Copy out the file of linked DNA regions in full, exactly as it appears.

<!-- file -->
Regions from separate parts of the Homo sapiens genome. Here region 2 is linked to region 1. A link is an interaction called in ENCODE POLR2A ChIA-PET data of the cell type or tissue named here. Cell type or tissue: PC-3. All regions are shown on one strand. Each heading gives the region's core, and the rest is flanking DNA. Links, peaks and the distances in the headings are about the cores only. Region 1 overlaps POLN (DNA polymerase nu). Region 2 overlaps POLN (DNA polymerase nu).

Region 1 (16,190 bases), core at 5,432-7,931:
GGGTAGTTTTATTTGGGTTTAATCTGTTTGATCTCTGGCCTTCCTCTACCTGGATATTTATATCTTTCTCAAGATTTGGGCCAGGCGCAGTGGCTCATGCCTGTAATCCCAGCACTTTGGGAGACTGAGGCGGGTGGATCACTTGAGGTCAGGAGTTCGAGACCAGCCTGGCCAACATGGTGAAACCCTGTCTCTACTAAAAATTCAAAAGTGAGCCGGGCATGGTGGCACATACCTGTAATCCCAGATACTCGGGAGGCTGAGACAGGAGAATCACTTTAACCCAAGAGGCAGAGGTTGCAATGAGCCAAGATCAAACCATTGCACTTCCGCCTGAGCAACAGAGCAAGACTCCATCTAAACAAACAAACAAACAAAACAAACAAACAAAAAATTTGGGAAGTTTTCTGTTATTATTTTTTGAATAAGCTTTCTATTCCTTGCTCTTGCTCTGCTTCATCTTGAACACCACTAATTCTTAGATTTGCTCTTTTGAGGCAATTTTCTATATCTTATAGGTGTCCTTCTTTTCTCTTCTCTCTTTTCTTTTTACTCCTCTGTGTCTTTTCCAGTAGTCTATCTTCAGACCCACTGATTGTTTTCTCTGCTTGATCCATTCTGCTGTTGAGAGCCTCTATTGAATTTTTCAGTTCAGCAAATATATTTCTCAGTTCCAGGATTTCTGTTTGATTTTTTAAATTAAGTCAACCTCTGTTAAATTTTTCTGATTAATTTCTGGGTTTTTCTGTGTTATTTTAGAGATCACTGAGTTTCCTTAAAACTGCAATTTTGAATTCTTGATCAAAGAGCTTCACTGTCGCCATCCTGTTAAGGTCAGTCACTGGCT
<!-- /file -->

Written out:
Regions from separate parts of the Homo sapiens genome. Here region 2 is linked to region 1. A link is an interaction called in ENCODE POLR2A ChIA-PET data of the cell type or tissue named here. Cell type or tissue: PC-3. All regions are shown on one strand. Each heading gives the region's core, and the rest is flanking DNA. Links, peaks and the distances in the headings are about the cores only. Region 1 overlaps POLN (DNA polymerase nu). Region 2 overlaps POLN (DNA polymerase nu).

Region 1 (16,190 bases), core at 5,432-7,931:
GGGTAGTTTTATTTGGGTTTAATCTGTTTGATCTCTGGCCTTCCTCTACCTGGATATTTATATCTTTCTCAAGATTTGGGCCAGGCGCAGTGGCTCATGCCTGTAATCCCAGCACTTTGGGAGACTGAGGCGGGTGGATCACTTGAGGTCAGGAGTTCGAGACCAGCCTGGCCAACATGGTGAAACCCTGTCTCTACTAAAAATTCAAAAGTGAGCCGGGCATGGTGGCACATACCTGTAATCCCAGATACTCGGGAGGCTGAGACAGGAGAATCACTTTAACCCAAGAGGCAGAGGTTGCAATGAGCCAAGATCAAACCATTGCACTTCCGCCTGAGCAACAGAGCAAGACTCCATCTAAACAAACAAACAAACAAAACAAACAAACAAAAAATTTGGGAAGTTTTCTGTTATTATTTTTTGAATAAGCTTTCTATTCCTTGCTCTTGCTCTGCTTCATCTTGAACACCACTAATTCTTAGATTTGCTCTTTTGAGGCAATTTTCTATATCTTATAGGTGTCCTTCTTTTCTCTTCTCTCTTTTCTTTTTACTCCTCTGTGTCTTTTCCAGTAGTCTATCTTCAGACCCACTGATTGTTTTCTCTGCTTGATCCATTCTGCTGTTGAGAGCCTCTATTGAATTTTTCAGTTCAGCAAATATATTTCTCAGTTCCAGGATTTCTGTTTGATTTTTTAAATTAAGTCAACCTCTGTTAAATTTTTCTGATTAATTTCTGGGTTTTTCTGTGTTATTTTAGAGATCACTGAGTTTCCTTAAAACTGCAATTTTGAATTCTTGATCAAAGAGCTTCACTGTCGCCATCCTGTTAAGGTCAGTCACTGGCT